When the Players Retreat — a 70-year-old sports bar/restaurant in Raleigh, N.C. — announced on the local radio station in May that they would begin enforcing a vaccine mandate for indoor dining, within the hour, there were hundreds of comments on the radio station’s website criticizing their decision complaining, “no one’s going to come to your restaurant.”
Three months after implementing the vaccine mandate at the end of June, their gross sales are up 9% from 2019’s pre-pandemic numbers.
“We’re trying to provide a safe environment from COVID,” Players Retreat owner Gus Gusler said. “People feel safe coming here because they see no one is getting sick. […] Customers call me up to say, ‘thank you for doing this because this is the only place we go out to eat and we actually feel normal again.’”
The Players Retreat first closed its doors in March 2020 and Gusler made the decision to stay closed throughout most of the pandemic because he did not want his staff risking their lives while he and his wife, Doris — who suffers from COPD — quarantined before the vaccines were rolled out. Once he and his wife were vaccinated in February, they came up with a plan to reopen, deciding to require vaccines for all staff and only serve unvaccinated people (including ineligible children under the age of 12) outdoors.
Before they reopened with the vaccine mandate in effect, Gusler said they completely renovated the restaurant, knocking down the fourth wall and adding folding glass walls to allow for more air circulation and outdoor seating. They also installed new air filtration technology as part of their HVAC system. As of September, the Players Retreat is operating at 100% capacity.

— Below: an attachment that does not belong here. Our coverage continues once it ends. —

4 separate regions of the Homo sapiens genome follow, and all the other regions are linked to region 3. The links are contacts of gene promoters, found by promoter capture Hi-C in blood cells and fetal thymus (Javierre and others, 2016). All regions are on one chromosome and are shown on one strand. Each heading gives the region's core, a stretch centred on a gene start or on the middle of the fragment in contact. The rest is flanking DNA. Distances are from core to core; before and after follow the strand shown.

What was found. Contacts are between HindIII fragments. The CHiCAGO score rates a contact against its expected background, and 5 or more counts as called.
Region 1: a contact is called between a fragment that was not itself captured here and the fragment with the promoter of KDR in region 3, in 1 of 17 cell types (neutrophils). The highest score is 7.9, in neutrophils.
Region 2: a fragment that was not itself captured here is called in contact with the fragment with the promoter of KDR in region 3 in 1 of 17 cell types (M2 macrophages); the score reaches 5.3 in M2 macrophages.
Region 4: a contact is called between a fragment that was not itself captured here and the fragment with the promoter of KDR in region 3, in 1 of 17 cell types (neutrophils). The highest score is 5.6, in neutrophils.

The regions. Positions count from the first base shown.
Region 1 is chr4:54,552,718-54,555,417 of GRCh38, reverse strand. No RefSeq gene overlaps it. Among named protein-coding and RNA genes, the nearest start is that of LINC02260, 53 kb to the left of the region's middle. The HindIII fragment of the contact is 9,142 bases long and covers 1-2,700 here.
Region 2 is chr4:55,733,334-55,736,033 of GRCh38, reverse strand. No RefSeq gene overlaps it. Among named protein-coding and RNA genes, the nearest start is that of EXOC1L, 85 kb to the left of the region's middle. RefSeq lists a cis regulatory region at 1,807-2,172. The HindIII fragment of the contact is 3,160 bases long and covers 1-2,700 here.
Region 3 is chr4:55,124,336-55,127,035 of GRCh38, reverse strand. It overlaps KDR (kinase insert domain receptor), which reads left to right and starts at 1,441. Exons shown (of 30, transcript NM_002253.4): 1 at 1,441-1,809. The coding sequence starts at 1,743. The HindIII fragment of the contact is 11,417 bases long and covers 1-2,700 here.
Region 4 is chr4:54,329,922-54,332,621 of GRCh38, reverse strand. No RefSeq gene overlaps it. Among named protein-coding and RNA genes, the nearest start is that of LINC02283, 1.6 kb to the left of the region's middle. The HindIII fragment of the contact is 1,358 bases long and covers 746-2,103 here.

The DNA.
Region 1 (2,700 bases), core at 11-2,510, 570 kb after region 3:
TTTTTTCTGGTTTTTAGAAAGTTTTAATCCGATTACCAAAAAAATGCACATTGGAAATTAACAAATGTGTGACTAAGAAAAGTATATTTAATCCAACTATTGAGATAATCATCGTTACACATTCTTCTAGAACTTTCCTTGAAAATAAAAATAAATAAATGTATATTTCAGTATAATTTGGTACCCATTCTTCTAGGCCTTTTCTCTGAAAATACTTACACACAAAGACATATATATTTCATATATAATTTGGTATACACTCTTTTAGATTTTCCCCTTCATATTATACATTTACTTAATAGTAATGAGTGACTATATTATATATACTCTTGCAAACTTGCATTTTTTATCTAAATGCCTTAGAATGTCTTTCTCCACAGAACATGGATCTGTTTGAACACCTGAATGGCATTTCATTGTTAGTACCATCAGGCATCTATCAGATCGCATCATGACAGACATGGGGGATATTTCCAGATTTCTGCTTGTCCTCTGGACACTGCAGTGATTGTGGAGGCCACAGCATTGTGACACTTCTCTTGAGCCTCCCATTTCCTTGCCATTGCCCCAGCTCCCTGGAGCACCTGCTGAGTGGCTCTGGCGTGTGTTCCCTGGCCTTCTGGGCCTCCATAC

One of the biggest challenges, Gusler said, was figuring out how to check people’s vaccination proof without creating a long line to get in. Before opening officially on June 23, the Players Retreat decided to partner with a walkup Pfizer vaccination clinic. People could get vaccinated or show proof of vaccination before June 23 and receive a “PR: I’m Vaxxed” button which they could wear as proof of vaccination when they dine at the restaurant. Everyone that got vaccinated as part of the program also received a $25 gift card to the restaurant.
“I originally was going to order only 500 of the buttons and then we settled on 1,000 but we went through 1,000 real quick,” Gusler said. “After that first day, we had someone outside registering people for three weeks from 4-7 until we opened.”
As of right now, more than 10,000 people have registered their vaccination with the Players Retreat – that’s more than 1 in 49 Raleigh residents that have received a “PR: I’m Vaxxed” button.
“I’d like to take credit for some of that,” Gusler said, “but most of our clientele would have probably gotten vaccinated anyway. […] But maybe some people were tired of eating curbside and this was the final push to get vaccinated as soon as they could.”
Of course, the process was not entirely smooth. Gusler said that they’ve had a few incidents of people pushing back against their stringent policies, including once when he was assaulted by a potential customer outside of the restaurant. He almost had to get the police involved after a passerby was knocking over ketchup bottles on the outdoor tables, loudly criticizing their vaccination policy, and refused to leave.
But for the most part, Gusler said, the community has been very supportive, especially their employees. When they first opened, like many in the industry, they were struggling to find staff. But as word got out about their strict safety policies — and after Gusler increased wages to $15 per hour, along with vacation and health benefits — they are now fully staffed and have more applicants than they have room for.
“I've had several [other restaurant owners] tell me they wish they had done what we did from the beginning,” Gusler said.
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